Auntie Mame

Auntie Mame

We lingered for an hour or so in the tiny, ancient library in the Lodge before we walked back to our car, the woods vibrant  in pulsing light.

Fall Treasure

Fall Treasure

Walking out of The Hundred Mile Wilderness

We backpacked 16 miles today in order to reach my car, that was spotted at Abol Bridge at the end of the Hundred Mile Wilderness.  I pitched it to the guys that our goal was to walk 12 miles again, a distance that we had been accomplishing the past few days. That 12 miles would have put us at the last lean-to, at Hurd Brook. When we reached that empty shelter, on a day that was clear and sunny, with ample daylight left,  four more miles ( flat terrain) to the Appalachian Trail Cafe for dinner in Millinocket were easily completed.

Here are some photos from our last day:

Jocomotove and I successfully shuffled over the slippery log bridge above Rainbow Stream. G-Man walked right through the water.

G-Man gets to try his waders

G-Man gets to try his waders

The floor of Rainbow Stream shelter has the original baseball- bat style saplings.  Only in Maine.  No so comfortable for sleeping on a thin foam mat.  My Neo Air had no problem with it.

No plywood in this place.

No plywood in this place.

The only uphill of the day was just 400′ of elevation over the always astounding Rainbow Ledges.  Joe and I took a break here. We had an 18 year old female thru-hiker named Sprout take our picture. I was in awe that a young woman just out of high school could arrive at Katahdin looking as fresh as a spring daisy after 5 months on the AT.

Two old friends near Katahdin

Two old friends near Katahdin

After we descended the Ledges, the trail meandered through a Lord of the Rings landscape.

Our last memories

Our last memories

When we reached Millinocket, we bee-lined it to the AT Cafe, where I phoned up Ole Man to find out how the thru-hiker evacuation played out.

It was no surprise to me that it did not end well.  Ole Man said that when he got the guy in his Suburban, the hiker’s ankle didn’t seem to be that much of an issue. The trouble started when the hiker absolutely refused to leave the Suburban to go into the clinic and have his injuries assessed.  Next!  Other than the $20 bill I gave the guy, he had no money, nor any credit cards of his own.  So the next issue was how he would pay for his expenses in town. The young man had told me that he planned to call his father and have his father help him pay for stuff.  Ole Man said that didn’t pan out either.  The guys’ father only had an American Express card, which Ole Man was not set up to process, either at the AT Lodge, which is the hiker hostel in town, or at the AT cafe, which Ole Man also owns.  Normally, folks have a backup to an American Express card, which is increasingly declined at business establishment.  So, at the end of that day, Ole Man brought the  fellow over to stay at the Hostel.  Maybe a solution could be achieved to help this guy get back home how.  That next morning, Ole Man had to leave early to shuttle some folks to the AT.  When Ole man got back to assist the hiker, he discovered that the guy had just left, without a note. Vamoose !  End of story.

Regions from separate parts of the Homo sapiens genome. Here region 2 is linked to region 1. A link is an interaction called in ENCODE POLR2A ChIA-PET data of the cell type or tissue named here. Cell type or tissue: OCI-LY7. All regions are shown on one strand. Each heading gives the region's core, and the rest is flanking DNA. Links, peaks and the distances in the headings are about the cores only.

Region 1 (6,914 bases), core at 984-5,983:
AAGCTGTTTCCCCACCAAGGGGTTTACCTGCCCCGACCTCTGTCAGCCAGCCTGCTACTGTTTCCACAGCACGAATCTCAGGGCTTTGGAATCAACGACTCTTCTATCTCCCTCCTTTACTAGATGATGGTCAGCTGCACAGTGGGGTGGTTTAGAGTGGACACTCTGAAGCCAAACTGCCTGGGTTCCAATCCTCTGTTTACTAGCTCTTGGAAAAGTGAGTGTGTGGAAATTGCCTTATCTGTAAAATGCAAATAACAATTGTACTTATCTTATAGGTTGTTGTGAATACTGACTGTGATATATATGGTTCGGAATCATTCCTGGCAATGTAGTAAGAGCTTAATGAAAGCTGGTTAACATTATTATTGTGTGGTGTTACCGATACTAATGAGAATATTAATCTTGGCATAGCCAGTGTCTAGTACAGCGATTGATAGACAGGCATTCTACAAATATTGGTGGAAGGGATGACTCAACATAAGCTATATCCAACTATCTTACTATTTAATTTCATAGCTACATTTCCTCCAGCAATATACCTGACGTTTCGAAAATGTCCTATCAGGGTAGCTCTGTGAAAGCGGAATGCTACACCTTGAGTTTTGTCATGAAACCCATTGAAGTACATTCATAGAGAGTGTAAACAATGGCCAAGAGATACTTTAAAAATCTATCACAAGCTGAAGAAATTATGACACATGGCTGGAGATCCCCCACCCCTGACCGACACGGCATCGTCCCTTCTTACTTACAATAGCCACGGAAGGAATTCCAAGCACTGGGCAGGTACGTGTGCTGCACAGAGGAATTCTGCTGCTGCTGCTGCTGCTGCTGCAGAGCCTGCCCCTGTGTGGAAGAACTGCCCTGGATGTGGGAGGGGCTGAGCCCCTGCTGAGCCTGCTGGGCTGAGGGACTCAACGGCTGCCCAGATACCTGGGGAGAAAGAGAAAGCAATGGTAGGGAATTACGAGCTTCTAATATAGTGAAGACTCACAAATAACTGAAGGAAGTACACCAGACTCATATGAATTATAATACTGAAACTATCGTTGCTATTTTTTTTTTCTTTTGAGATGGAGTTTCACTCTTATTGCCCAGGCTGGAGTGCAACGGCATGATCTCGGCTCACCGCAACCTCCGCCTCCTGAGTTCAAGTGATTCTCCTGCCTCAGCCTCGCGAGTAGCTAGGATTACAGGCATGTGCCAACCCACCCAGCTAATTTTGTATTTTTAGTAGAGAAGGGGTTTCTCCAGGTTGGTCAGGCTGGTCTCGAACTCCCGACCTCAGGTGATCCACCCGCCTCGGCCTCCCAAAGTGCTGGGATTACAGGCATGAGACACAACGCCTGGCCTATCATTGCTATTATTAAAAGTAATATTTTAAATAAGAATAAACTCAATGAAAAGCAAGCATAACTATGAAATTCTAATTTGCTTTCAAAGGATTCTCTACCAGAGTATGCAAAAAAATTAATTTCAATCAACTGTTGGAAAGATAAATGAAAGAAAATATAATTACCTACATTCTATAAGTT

Ole Man said that he has usually just one thru-hiker case every year that leaves a bad taste in his mouth.  I was the guy that made that happen in 2014!  Ole Man let me know that there were no hard feelings between him and I. I volunteered to cover the charges that the felow rang up, but Ole man would have noting to do with me paying.

In retrospect, I would have done the exact same thing if I encountered an injured hiker in need out in The Hundred. People can get lost and die out there.

So Ole Man would get in his Suburban yet again, probably sometime soon, to evacuate the next injured hiker.  I hope that hiker, has a means to pay for the time, gas, and lodging that Ole Man would offer, as he does day after day, many times a day, in assisting the genuine thru-hikers as they experience all the jewels along the path that the Appalachian Trail has to offer.